Put me down as another one who shares a similar problem. Mine is slightly different though, as I’m 26 and she is my girlfriend (i.e. we are not married).
I’ve done quite well, have 2 IP’s (2001 & 2002) and just about to acquire some more, and would like to see a little bit of the world with the money I have made. My girlfriend hasn’t got $500 to her name.
I don’t feel like going by myself nor can I afford to pay for us both… also, if I did pay for us both what precendence does that set for our future? It looks like I’ll be the one who’ll have to pay for our first deposit when we get a house of our own, it’s mortgage, any holidays we wish to do, etc, sigh…Sunny MeadeMember@sunny-meadeJoin Date: 2005Post Count: 3
reply to dazzling’s unmotivated partner
thanks guys, read all the posts so far, I too have an unwilling partner, and like ridi, my husband has worked hard all his life, charged minimally for his time, with nothing much to show for it. ok we own our own home but have nothing for the future, for two people in their mid fifties, facing the govt hand out queue in retirement is a worry
I have read both steve’s books and cop comments like what are you reading that junk for, yes his fear and negativity and lack of knowledge and lack of interest is wearying.
Thanks for the boost of confidence
sunny meade / over and outducksterParticipant@ducksterJoin Date: 2004Post Count: 1,674
Dazzling, Try not to be to hard on your partner. It is human nature to spend 110% of your income on instant gratification. To invest in property requires a long term outlook. Maybe you could work out the figures on what the depreciating assets you own will be worth in 5 or 10 years time. Maybe a graph would work better than just figures and then do a graph on what a positive geared investment property would be worth in 5 to 10 years based on a 7% p/a average increase.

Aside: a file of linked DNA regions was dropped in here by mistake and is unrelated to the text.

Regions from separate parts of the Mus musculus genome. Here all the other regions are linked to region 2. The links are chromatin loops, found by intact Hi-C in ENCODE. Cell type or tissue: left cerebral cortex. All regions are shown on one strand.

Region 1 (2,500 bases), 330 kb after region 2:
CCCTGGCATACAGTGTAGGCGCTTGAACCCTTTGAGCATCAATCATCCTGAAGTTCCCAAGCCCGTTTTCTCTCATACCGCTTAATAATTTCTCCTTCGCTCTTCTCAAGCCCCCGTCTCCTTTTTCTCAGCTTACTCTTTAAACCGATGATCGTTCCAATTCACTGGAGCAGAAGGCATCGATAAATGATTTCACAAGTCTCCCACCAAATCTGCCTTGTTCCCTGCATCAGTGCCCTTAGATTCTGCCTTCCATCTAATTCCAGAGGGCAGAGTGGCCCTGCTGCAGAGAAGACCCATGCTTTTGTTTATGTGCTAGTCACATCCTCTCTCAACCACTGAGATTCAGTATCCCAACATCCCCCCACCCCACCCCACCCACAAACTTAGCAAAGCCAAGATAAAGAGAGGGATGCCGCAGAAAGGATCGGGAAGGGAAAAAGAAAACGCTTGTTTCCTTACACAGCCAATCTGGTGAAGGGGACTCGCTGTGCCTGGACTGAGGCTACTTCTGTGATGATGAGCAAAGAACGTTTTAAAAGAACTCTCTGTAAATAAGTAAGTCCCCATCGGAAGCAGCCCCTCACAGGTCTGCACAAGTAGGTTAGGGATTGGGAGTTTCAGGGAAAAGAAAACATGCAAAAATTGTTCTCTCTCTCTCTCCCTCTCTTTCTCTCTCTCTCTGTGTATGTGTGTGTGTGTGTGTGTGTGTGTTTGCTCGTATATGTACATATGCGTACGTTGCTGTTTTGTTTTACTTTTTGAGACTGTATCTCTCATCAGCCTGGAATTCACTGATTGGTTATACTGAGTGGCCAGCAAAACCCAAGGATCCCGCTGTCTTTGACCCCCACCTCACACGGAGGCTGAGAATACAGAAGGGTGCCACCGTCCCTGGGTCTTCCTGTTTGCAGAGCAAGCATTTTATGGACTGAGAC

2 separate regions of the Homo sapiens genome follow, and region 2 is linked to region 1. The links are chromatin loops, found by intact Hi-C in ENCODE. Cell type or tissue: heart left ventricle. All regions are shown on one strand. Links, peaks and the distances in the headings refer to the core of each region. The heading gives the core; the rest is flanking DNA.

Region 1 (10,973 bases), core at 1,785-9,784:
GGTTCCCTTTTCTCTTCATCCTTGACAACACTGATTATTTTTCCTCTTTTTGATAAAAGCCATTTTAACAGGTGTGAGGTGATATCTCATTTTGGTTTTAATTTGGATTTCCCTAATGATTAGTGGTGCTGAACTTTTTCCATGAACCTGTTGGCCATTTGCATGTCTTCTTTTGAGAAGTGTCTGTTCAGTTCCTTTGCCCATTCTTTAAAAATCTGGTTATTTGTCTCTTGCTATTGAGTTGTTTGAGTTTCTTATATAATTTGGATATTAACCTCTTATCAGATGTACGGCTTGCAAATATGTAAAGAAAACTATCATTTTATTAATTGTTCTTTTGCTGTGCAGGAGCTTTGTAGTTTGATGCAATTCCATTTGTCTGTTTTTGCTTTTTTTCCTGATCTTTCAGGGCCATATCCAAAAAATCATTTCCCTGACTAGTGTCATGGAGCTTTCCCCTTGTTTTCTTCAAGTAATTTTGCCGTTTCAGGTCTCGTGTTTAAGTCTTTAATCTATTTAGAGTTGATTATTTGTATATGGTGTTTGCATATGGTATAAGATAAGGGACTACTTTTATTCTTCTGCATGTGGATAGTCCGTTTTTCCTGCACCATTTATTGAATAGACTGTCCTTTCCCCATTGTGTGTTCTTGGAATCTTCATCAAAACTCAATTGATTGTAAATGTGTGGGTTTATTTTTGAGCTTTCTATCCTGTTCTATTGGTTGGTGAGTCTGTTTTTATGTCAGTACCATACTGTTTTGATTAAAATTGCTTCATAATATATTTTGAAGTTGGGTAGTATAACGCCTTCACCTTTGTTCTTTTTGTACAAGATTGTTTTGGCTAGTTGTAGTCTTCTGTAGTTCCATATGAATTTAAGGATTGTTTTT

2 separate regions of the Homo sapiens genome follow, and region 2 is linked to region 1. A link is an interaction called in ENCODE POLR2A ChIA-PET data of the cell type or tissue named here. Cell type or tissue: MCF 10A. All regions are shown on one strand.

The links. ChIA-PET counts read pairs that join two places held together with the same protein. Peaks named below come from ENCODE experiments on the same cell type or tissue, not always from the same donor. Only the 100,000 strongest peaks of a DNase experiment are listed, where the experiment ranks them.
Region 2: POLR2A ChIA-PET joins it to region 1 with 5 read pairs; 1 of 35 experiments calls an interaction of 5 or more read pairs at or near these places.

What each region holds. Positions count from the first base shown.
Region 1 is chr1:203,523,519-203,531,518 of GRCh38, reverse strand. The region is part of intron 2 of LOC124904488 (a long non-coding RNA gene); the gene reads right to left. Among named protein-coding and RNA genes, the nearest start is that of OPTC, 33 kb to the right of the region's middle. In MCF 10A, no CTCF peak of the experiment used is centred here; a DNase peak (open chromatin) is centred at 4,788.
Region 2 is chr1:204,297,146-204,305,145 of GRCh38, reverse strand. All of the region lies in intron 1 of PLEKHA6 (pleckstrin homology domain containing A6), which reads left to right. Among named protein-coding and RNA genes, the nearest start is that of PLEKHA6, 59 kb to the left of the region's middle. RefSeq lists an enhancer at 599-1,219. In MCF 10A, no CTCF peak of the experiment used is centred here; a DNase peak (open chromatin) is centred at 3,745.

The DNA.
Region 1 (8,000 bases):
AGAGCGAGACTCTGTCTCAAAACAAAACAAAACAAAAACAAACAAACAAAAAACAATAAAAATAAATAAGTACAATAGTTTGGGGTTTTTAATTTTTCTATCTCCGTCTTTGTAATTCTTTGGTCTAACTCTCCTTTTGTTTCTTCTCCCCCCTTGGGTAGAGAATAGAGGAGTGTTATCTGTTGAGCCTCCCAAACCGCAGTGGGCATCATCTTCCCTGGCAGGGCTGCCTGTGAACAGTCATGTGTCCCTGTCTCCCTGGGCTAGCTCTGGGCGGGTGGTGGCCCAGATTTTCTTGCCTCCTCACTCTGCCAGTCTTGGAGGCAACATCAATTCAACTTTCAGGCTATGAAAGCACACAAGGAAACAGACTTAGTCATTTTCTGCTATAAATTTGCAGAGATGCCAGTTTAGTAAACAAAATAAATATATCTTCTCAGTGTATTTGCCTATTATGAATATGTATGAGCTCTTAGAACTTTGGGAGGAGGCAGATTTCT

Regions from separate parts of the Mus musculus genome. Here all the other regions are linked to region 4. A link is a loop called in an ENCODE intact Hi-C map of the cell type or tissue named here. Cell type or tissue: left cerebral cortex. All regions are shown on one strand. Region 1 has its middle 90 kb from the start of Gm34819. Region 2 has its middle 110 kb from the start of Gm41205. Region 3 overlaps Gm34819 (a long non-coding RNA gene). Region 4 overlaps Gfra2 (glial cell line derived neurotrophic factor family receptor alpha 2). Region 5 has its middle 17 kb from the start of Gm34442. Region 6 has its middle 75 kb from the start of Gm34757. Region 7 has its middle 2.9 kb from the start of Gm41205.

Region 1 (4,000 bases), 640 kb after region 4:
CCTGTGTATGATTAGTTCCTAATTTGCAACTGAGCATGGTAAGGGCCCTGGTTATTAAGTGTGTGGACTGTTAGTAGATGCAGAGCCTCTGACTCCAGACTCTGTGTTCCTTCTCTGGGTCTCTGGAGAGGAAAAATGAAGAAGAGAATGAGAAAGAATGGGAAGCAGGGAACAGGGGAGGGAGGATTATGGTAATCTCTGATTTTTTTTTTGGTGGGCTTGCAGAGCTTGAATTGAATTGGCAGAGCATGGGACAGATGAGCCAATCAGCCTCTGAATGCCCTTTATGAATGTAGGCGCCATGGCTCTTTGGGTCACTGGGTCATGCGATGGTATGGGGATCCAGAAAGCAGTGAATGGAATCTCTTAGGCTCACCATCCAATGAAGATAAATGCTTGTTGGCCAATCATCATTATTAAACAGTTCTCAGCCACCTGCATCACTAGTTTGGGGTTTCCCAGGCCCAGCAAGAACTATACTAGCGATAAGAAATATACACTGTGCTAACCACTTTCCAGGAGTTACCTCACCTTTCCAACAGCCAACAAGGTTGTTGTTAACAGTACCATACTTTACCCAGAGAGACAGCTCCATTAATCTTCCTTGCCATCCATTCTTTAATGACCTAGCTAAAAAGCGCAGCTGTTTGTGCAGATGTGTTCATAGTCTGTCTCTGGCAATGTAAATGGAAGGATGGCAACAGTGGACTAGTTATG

You could agree to saving a certain percentage of your income towards property and do the investing yourself.
Also making excuses has more to do with fear of the unknown. Rather than asking why try asking your partner how they feels about property investing.ducksterParticipant@ducksterJoin Date: 2004Post Count: 1,674
Planning and goal setting are important. If you can project a picture of the future where you can afford more things without any problem due to investing in property this may help your cause.hallk9653Member@hallk9653Join Date: 2003Post Count: 3
Upon reading your wife’s lack of motivation in property investing I can sympathise. It was almost a mirror copy of my husband’s disinterest. The only thing is we never have even got remotely close to even looking at any properties let alone buy one. Its all too hard, too busy, too much trouble or just plain ridiculous. Why would anyone want to invest in property or let alone any other financial investment? I spent several months just trying to even raise a spark of interest, but I gave up trying.